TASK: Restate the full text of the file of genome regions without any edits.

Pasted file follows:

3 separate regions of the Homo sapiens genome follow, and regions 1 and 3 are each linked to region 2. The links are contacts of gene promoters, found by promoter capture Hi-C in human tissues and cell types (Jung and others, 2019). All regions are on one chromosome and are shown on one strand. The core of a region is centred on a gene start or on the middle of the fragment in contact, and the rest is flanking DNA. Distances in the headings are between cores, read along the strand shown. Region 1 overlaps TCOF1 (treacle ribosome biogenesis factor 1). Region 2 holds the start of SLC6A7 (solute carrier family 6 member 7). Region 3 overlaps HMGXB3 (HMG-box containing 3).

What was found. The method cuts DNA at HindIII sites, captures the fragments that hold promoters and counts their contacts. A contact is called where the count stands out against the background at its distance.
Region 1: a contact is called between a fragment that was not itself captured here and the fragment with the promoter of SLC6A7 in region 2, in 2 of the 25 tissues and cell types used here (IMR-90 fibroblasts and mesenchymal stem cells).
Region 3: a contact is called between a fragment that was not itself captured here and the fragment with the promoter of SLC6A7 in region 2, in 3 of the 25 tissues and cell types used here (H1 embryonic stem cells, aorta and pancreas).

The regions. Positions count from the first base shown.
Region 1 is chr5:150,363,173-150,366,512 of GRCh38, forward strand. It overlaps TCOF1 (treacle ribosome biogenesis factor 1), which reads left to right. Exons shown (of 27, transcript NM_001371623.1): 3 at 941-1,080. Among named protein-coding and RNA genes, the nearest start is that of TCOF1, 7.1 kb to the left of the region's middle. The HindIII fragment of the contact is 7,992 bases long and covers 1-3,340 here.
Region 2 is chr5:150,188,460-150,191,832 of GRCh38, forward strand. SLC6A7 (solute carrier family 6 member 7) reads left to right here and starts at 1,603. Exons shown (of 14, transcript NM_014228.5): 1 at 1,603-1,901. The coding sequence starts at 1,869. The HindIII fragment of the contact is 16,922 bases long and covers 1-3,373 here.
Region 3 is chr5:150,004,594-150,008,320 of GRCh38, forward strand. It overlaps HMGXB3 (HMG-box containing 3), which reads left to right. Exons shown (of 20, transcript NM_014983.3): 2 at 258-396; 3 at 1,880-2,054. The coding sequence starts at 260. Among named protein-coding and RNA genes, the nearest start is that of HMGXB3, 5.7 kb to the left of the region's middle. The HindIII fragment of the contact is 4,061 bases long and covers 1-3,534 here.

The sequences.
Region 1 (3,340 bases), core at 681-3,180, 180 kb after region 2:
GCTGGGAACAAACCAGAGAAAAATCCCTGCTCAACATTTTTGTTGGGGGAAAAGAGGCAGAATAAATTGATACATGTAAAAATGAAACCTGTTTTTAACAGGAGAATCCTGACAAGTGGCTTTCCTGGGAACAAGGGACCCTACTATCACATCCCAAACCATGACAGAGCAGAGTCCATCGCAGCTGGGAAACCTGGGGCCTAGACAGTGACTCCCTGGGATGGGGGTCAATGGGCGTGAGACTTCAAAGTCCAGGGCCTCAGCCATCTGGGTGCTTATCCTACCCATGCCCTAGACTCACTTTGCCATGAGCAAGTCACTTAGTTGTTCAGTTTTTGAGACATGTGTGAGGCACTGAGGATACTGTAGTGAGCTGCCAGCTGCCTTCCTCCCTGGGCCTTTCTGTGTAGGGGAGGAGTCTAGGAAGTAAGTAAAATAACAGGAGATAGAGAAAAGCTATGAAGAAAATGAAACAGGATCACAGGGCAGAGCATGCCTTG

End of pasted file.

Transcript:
3 separate regions of the Homo sapiens genome follow, and regions 1 and 3 are each linked to region 2. The links are contacts of gene promoters, found by promoter capture Hi-C in human tissues and cell types (Jung and others, 2019). All regions are on one chromosome and are shown on one strand. The core of a region is centred on a gene start or on the middle of the fragment in contact, and the rest is flanking DNA. Distances in the headings are between cores, read along the strand shown. Region 1 overlaps TCOF1 (treacle ribosome biogenesis factor 1). Region 2 holds the start of SLC6A7 (solute carrier family 6 member 7). Region 3 overlaps HMGXB3 (HMG-box containing 3).

What was found. The method cuts DNA at HindIII sites, captures the fragments that hold promoters and counts their contacts. A contact is called where the count stands out against the background at its distance.
Region 1: a contact is called between a fragment that was not itself captured here and the fragment with the promoter of SLC6A7 in region 2, in 2 of the 25 tissues and cell types used here (IMR-90 fibroblasts and mesenchymal stem cells).
Region 3: a contact is called between a fragment that was not itself captured here and the fragment with the promoter of SLC6A7 in region 2, in 3 of the 25 tissues and cell types used here (H1 embryonic stem cells, aorta and pancreas).

The regions. Positions count from the first base shown.
Region 1 is chr5:150,363,173-150,366,512 of GRCh38, forward strand. It overlaps TCOF1 (treacle ribosome biogenesis factor 1), which reads left to right. Exons shown (of 27, transcript NM_001371623.1): 3 at 941-1,080. Among named protein-coding and RNA genes, the nearest start is that of TCOF1, 7.1 kb to the left of the region's middle. The HindIII fragment of the contact is 7,992 bases long and covers 1-3,340 here.
Region 2 is chr5:150,188,460-150,191,832 of GRCh38, forward strand. SLC6A7 (solute carrier family 6 member 7) reads left to right here and starts at 1,603. Exons shown (of 14, transcript NM_014228.5): 1 at 1,603-1,901. The coding sequence starts at 1,869. The HindIII fragment of the contact is 16,922 bases long and covers 1-3,373 here.
Region 3 is chr5:150,004,594-150,008,320 of GRCh38, forward strand. It overlaps HMGXB3 (HMG-box containing 3), which reads left to right. Exons shown (of 20, transcript NM_014983.3): 2 at 258-396; 3 at 1,880-2,054. The coding sequence starts at 260. Among named protein-coding and RNA genes, the nearest start is that of HMGXB3, 5.7 kb to the left of the region's middle. The HindIII fragment of the contact is 4,061 bases long and covers 1-3,534 here.

The sequences.
Region 1 (3,340 bases), core at 681-3,180, 180 kb after region 2:
GCTGGGAACAAACCAGAGAAAAATCCCTGCTCAACATTTTTGTTGGGGGAAAAGAGGCAGAATAAATTGATACATGTAAAAATGAAACCTGTTTTTAACAGGAGAATCCTGACAAGTGGCTTTCCTGGGAACAAGGGACCCTACTATCACATCCCAAACCATGACAGAGCAGAGTCCATCGCAGCTGGGAAACCTGGGGCCTAGACAGTGACTCCCTGGGATGGGGGTCAATGGGCGTGAGACTTCAAAGTCCAGGGCCTCAGCCATCTGGGTGCTTATCCTACCCATGCCCTAGACTCACTTTGCCATGAGCAAGTCACTTAGTTGTTCAGTTTTTGAGACATGTGTGAGGCACTGAGGATACTGTAGTGAGCTGCCAGCTGCCTTCCTCCCTGGGCCTTTCTGTGTAGGGGAGGAGTCTAGGAAGTAAGTAAAATAACAGGAGATAGAGAAAAGCTATGAAGAAAATGAAACAGGATCACAGGGCAGAGCATGCCTTG